Creator of the right environment As the founder of China’s first environmental NGO – Friends of Nature (FON) – Liang Congjie’s work has opened up a political space for activists to campaign in without ending up in jail. FON has concentrated on raising environmental awareness through media and education campaigns in a very public way. But rather than mobilizing its members to confront the Government (which historically has made the authorities hostile), its emphasis has been on helping the Government to enforce environmental protection. Its most significant victory – involving the Tibetan antelope, whose silky shahtoosh hair is used in the world’s most expensive scarves – took place in 1999. After two anti-poaching squad members were killed, Liang’s campaigning resulted in the largest police action in the history of the People’s Republic in which over 500 Tibetan antelope skins were confiscated and poaching operations curtailed. Liang has also orchestrated national campaigns to halt logging in the rainforests of southwestern Yunnan (the unique habitat of the endangered snub-nosed monkey) in addition to exposing illegal logging in other parts of the country.
From its first meeting of 60 people in 1994, the organization now has 700 donor members and 2,000 affiliated students.1
Democracy protestors vote with their feet For the past two years on 1 July, 1 in every 14 of Hong Kong’s seven million people has demonstrated for democracy and freedom of expression. 1 July is the anniversary of the founding of the Chinese Communist Party (CCP). It is also the anniversary of the hand-over of Hong Kong to China seven years ago when – under the promise of ‘one country, two systems’ – Hong Kong anticipated a degree of government autonomy that Beijing is failing to deliver. When new security laws were proposed that could potentially squash dissent, 500,000 gathered peacefully last year to show their opposition.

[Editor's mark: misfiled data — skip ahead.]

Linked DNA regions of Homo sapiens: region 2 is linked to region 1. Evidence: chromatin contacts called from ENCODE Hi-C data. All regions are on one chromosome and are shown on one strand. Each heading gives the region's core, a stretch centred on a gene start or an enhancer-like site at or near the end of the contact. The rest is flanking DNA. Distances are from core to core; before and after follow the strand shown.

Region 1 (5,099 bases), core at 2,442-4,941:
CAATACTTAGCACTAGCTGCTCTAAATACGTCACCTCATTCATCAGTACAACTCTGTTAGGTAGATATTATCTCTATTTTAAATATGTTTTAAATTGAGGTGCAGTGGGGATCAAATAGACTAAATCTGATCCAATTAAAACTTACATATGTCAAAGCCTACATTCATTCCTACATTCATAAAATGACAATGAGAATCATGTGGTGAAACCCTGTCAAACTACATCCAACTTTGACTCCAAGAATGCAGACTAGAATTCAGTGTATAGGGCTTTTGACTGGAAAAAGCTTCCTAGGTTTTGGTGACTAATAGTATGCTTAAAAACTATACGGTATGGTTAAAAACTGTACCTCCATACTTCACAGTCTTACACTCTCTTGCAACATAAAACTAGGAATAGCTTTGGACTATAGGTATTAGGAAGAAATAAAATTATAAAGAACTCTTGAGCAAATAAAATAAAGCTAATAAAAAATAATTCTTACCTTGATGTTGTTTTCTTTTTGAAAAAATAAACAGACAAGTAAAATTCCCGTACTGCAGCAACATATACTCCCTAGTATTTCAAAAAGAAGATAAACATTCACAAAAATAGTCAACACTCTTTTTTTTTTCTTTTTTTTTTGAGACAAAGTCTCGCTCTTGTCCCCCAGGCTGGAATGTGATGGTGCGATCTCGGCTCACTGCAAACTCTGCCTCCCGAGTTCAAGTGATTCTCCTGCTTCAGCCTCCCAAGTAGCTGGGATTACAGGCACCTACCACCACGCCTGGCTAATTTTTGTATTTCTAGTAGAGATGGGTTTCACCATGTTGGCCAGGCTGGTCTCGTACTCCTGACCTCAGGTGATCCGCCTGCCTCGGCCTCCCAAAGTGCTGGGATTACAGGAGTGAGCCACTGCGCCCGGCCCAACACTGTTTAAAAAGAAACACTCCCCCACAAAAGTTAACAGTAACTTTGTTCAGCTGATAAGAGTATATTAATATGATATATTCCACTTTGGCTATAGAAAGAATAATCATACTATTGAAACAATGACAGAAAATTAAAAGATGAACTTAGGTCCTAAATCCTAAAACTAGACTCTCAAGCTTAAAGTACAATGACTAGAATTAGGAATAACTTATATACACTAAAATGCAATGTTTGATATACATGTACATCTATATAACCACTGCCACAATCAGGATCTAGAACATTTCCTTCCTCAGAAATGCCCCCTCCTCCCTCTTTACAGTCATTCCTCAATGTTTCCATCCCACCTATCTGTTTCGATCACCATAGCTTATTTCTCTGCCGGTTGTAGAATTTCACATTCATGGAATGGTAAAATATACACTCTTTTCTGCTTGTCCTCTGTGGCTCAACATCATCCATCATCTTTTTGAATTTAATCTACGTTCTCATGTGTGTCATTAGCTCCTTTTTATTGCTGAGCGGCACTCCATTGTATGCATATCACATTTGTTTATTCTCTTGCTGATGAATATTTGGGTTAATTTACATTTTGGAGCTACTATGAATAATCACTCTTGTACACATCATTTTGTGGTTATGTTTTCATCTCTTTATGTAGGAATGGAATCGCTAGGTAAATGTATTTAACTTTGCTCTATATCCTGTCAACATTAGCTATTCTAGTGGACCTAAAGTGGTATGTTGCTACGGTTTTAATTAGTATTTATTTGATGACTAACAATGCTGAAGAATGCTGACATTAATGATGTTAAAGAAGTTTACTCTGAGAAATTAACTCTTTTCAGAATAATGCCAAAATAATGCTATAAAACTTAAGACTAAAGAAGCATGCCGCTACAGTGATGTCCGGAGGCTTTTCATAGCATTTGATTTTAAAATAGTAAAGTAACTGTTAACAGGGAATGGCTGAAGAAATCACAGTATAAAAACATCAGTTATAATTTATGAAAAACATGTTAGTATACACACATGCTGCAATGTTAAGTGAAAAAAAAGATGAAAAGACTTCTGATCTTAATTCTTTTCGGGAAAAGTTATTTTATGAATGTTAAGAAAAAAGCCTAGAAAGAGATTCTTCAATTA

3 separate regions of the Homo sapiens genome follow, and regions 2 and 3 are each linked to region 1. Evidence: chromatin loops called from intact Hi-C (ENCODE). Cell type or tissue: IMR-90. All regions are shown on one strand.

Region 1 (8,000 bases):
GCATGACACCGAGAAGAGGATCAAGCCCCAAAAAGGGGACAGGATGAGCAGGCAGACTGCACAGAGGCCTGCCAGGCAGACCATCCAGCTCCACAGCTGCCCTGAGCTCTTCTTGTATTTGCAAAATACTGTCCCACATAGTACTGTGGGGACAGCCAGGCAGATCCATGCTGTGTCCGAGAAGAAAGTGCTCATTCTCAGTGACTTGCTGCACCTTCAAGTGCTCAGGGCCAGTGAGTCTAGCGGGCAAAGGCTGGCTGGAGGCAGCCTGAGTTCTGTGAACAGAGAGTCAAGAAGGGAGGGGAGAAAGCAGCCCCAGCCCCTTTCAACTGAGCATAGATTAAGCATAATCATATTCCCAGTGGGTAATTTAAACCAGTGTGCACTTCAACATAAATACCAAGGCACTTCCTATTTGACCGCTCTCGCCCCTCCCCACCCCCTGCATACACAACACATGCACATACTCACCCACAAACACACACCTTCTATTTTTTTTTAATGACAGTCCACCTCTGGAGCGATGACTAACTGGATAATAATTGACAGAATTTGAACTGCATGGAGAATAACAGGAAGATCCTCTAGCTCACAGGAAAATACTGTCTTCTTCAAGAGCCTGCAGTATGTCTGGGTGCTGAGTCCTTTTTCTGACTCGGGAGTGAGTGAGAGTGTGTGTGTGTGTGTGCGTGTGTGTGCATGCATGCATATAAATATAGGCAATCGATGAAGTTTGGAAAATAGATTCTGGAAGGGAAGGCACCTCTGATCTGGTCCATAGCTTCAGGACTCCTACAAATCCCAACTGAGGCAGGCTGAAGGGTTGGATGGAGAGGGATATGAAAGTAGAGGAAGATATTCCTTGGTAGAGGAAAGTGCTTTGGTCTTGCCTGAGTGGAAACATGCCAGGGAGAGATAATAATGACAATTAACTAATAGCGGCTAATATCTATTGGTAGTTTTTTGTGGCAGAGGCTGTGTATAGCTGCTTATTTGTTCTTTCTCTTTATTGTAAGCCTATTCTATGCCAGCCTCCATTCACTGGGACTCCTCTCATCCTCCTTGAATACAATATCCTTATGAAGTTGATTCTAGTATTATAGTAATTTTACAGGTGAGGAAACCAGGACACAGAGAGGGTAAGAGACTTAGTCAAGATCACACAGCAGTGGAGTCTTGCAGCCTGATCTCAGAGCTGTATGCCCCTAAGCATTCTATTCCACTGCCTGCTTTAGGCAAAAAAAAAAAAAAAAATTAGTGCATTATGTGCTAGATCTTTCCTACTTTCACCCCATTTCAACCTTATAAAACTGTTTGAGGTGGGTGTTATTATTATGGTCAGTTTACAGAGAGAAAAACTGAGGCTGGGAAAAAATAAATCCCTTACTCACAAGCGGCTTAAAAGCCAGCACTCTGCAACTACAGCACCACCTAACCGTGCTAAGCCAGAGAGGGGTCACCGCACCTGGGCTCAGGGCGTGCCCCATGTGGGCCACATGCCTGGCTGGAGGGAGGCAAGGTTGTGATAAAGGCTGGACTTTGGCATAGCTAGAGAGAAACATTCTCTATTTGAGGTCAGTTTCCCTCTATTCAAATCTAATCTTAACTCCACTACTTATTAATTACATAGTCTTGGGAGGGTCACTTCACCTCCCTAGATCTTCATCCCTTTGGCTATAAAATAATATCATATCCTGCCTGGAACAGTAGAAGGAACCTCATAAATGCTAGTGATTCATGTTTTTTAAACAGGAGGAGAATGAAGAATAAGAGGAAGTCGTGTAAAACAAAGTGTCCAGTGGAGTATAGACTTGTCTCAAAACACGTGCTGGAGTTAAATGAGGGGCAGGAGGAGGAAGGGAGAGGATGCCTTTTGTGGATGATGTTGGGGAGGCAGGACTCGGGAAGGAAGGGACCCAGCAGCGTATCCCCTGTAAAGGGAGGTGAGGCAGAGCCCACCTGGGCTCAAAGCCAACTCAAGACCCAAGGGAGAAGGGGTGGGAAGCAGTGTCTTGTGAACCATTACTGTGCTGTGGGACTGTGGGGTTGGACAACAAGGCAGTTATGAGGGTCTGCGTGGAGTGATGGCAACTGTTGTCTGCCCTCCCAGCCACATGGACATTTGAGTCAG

This year crowds protested because they won’t be able to choose their next leader (presently handpicked by a committee loyal to Beijing). After the April announcement, they also won’t be able to vote for the full contingent of their legislative members until after 2008. Following last year’s startling turnout, a more modest response was expected – ‘perhaps 300,000’ said one of the organizers. In China, the few media outlets that reported the event estimated a crowd of around 100,000. The international press told a different story – 530,000 people participating in the procession, braving the hottest temperatures this year.
Running with the risk By openly acknowledging China’s HIV/AIDS epidemic at a time when the Chinese authorities would not do so, Dr Wan Yanhai has not only played a crucial role in battling AIDS but has laid out a possible template of how activists working in sensitive areas can take on the Government and win. Dr Wan’s advocacy started through the organization he founded – the Aizhi Action Project. Established in 1994 to provide outreach programmes for high-risk groups, by 1998 the organization was taking on letter campaigns, press conferences and photo exhibitions to lobby for a more humane response to people with HIV/AIDS. Through its website, it helped to publicize how Government lethargy and corruption in the central province of Henan resulted in the use of contaminated blood and equipment on rural people, infecting thousands. By June 2002, a UN report that used data collected by Dr Wan and his associates condemned China’s weak response to the HIV/AIDS crisis and predicted that there would be 10 million infected by 2010 unless the Government took effective action. Four days after the report was published, the Government ordered that the Aizhi Action Project be shut down. On 24 August 2002, Dr Wan disappeared in Beijing. The international community swiftly accused Chinese security forces of detaining him and urged his release: a release that took place within a month. Since then, Aizhi has reopened as an officially recognized organization called Beijing Aizhixing. In addition, the Government has announced free HIV tests, needle-exchange programmes, condom promotions, and subsidized treatment for the poor.2